Theater review: ‘The Convert’ at the Kirk Douglas Theatre
Danai Gurira’s new play, “The Convert,” set in the 1890s in what would later become Zimbabwe, tells the story of a young African woman, Jekesai (the stunning, graceful Pascale Armand), who converts to Catholicism to escape an arranged marriage, grows devout and finds herself at the center of a bloody cultural upheaval.
To sum Gurira up efficiently would require more backslashes than a URL. Born in Ohio to African academics, she was raised partly in America and partly in Zimbabwe. She’s an Obie-winning playwright (“Eclipsed,” “In the Continuum”) and an actress both on the stage (“Joe Turner’s Come and Gone” on Broadway) and on TV (“Treme”). Certainly one of the most diverse living showbiz professionals, with her upcoming role in AMC’s “The Walking Dead,” she is poised to conquer the undead too.
Somehow she also found time to write this extraordinarily ambitious play. Commissioned by the Center Theatre Group and co-produced with Princeton, N.J.’s McCarter Theatre Center and Chicago’s Goodman Theatre, where it has already had critically acclaimed runs, “The Convert” has arrived at its final stop, the CTG’s Kirk Douglas Theatre.
It’s not frothy entertainment. Although illuminated by gentle humor and warm characterizations, the three-hour-long “Convert” is intense, harrowing and flatteringly demanding. Gurira refuses to condescend to her audience, either in her storytelling — entire scenes are performed in the Shona dialect — or in her moral position, offering no clear-cut villains or heroes. Brought to life by Emily Mann’s subtle direction, a splendid set by Daniel Ostling and a variety of astonishing performances, the play is compelling in spite of an unpersuasive, melodramatic finale.
“The iron claw of colonization is bracing to form a fist over Mashona and Matabeleland of southern Africa in 1896,” begins the playwright’s helpful if portentous program note. And “the white intruders” would be the most obvious candidates for bad guys here — if there were any onstage. Instead, fascinatingly, Gurira has chosen to represent the British only as they are reflected by her seven native characters, who variously embrace, tolerate and reject their colonists’ imposed beliefs.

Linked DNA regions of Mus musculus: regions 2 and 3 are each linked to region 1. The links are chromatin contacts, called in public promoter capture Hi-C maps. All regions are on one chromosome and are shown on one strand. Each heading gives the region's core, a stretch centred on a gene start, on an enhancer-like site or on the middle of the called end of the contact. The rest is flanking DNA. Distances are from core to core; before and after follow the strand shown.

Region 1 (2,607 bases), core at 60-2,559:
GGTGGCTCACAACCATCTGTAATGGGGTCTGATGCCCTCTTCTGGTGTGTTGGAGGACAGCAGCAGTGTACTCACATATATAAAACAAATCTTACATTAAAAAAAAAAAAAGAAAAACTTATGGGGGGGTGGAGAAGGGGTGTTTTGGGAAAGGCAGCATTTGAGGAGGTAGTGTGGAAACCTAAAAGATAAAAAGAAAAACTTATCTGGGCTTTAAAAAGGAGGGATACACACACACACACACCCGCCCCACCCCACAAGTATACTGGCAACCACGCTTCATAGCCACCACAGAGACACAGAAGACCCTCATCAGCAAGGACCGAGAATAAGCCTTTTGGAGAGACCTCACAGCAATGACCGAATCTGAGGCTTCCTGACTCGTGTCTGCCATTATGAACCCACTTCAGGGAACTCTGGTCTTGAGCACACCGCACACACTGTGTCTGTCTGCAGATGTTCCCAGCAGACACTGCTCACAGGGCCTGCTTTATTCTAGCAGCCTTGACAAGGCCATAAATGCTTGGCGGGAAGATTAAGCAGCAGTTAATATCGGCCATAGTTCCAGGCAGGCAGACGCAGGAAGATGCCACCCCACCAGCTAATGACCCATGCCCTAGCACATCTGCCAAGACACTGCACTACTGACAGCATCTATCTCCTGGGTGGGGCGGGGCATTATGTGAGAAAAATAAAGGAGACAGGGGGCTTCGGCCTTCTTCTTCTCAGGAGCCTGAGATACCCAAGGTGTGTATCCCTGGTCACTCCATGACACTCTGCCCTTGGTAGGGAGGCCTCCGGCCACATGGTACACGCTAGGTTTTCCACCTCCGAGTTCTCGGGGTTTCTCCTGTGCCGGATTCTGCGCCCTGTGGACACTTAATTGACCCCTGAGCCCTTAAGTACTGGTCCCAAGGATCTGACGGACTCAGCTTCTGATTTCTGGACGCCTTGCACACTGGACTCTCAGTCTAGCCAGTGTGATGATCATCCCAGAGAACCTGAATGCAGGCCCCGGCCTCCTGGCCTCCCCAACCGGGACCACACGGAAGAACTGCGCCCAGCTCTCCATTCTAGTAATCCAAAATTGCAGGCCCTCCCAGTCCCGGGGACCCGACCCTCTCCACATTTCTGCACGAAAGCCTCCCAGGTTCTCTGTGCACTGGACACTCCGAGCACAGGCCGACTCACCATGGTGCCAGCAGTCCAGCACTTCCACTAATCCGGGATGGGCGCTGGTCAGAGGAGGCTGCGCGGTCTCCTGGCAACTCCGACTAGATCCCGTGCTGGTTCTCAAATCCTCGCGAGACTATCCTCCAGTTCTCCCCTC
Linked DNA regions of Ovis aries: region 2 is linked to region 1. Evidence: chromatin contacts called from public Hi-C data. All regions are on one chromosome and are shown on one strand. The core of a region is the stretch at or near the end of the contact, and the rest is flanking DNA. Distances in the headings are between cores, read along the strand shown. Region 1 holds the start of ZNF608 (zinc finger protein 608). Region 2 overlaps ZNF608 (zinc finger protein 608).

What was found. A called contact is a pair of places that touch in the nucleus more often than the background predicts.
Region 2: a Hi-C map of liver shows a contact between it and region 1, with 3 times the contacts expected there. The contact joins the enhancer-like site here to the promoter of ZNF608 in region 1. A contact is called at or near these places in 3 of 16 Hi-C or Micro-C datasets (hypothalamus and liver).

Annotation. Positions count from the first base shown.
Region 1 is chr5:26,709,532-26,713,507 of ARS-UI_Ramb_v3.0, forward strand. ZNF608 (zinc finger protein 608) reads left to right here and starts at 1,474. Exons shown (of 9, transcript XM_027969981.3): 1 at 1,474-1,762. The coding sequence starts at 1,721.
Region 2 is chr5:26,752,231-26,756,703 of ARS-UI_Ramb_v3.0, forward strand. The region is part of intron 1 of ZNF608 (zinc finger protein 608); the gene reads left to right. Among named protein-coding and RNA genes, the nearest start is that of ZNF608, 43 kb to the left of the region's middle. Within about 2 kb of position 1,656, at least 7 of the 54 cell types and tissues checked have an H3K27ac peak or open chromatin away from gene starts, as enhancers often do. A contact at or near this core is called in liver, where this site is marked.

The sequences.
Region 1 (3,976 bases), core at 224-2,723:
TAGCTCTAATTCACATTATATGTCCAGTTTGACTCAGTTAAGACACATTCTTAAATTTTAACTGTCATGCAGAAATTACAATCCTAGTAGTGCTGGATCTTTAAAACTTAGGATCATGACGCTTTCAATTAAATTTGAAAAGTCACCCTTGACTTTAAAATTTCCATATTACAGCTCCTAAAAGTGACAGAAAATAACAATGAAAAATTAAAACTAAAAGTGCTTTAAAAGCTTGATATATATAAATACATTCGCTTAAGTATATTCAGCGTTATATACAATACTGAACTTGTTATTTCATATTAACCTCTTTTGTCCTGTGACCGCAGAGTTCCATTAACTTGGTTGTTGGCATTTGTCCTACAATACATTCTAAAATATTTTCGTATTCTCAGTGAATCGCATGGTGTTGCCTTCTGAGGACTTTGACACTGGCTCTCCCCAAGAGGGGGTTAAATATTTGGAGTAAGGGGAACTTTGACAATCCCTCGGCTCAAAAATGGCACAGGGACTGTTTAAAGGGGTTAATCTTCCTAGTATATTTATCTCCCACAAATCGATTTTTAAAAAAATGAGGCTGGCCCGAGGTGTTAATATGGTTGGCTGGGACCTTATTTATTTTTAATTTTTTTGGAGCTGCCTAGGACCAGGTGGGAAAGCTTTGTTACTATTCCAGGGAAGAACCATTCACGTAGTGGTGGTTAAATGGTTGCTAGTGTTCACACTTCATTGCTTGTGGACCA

The action unfolds in the house of black missionary Chilford (LeRoy McClain), who converted to Catholicism as a child and dreams of becoming a priest. He dresses like a Victorian and speaks in an idiosyncratic English peppered with ineptly pretentious exclamations such as “Goodness of graciousness!” and “Be of silence!” He has a position with the British Native Commission, upholstered furniture and a silver tea set. Despite his pomposity, in McClain’s touching portrayal, he is sincere, well-meaning, a bit of a simpleton in his refusal to acknowledge trouble even though converts are “on the dwindle” and his tribesmen have begun to call him bafu (white man’s native, traitor).
Chilford’s housekeeper, Mai Tamba (Cheryl Lynn Bruce), pays lip service to Catholicism to placate him (“Hail Mary, full of ghosts,” she grudgingly intones) and to persuade him to hire her marriage-fleeing niece, Jekesai. (“She want to know about God in hewen too!” she lies, knowing Chilford can’t resist the hope of a convert.) In secret she worships her ancestors and hides pagan amulets around the house as she dusts.
Mai Tamba may seem like pure comic relief in the opening scenes, but she is genuinely upset when Jekesai, whom Chilford renames Ester and trains as his protégée, throws herself wholeheartedly into the new religion. Bruce’s face is worth watching whenever she is watching the others; her eyes harden from cunning to threatening as Ester’s faith increases the tension among her relatives and Chilford’s Anglophile friends.
These roles offer less opportunity for subtlety, and they occasionally feel a bit like mouthpieces for particular historical types. Harold Surratt is funny as Ester’s surly, drunken uncle, and Zainab Jah is vividly entertaining as Prudence, the highly educated, possibly anachronistic fiancée of Chilford’s roguish friend Chancellor (Kevin Mambo). As the plot moves inexorably toward tragedy, the characters grow more and more agitated, especially Ester’s cousin, Tamba (Warner Joseph Miller), and Chilford; McClain is obliged to play the final hour and a half through a rictus of bewildered horror, with a chronic sob in his voice. At this point the play belongs to the luminous Armand, who somehow remains fully believable even when Ester’s actions strain credulity.
“The Convert,” Kirk Douglas Theatre, 9820 Washington Blvd., Culver City. 8 p.m. Tuesdays through Fridays, 2 and 8 p.m. Saturdays, 1 and 6:30 p.m. Sundays. Ends May 19. $20-$45. (213) 628-2772 or www.CenterTheatreGroup.org. Running time: 2 hours, 50 minutes.
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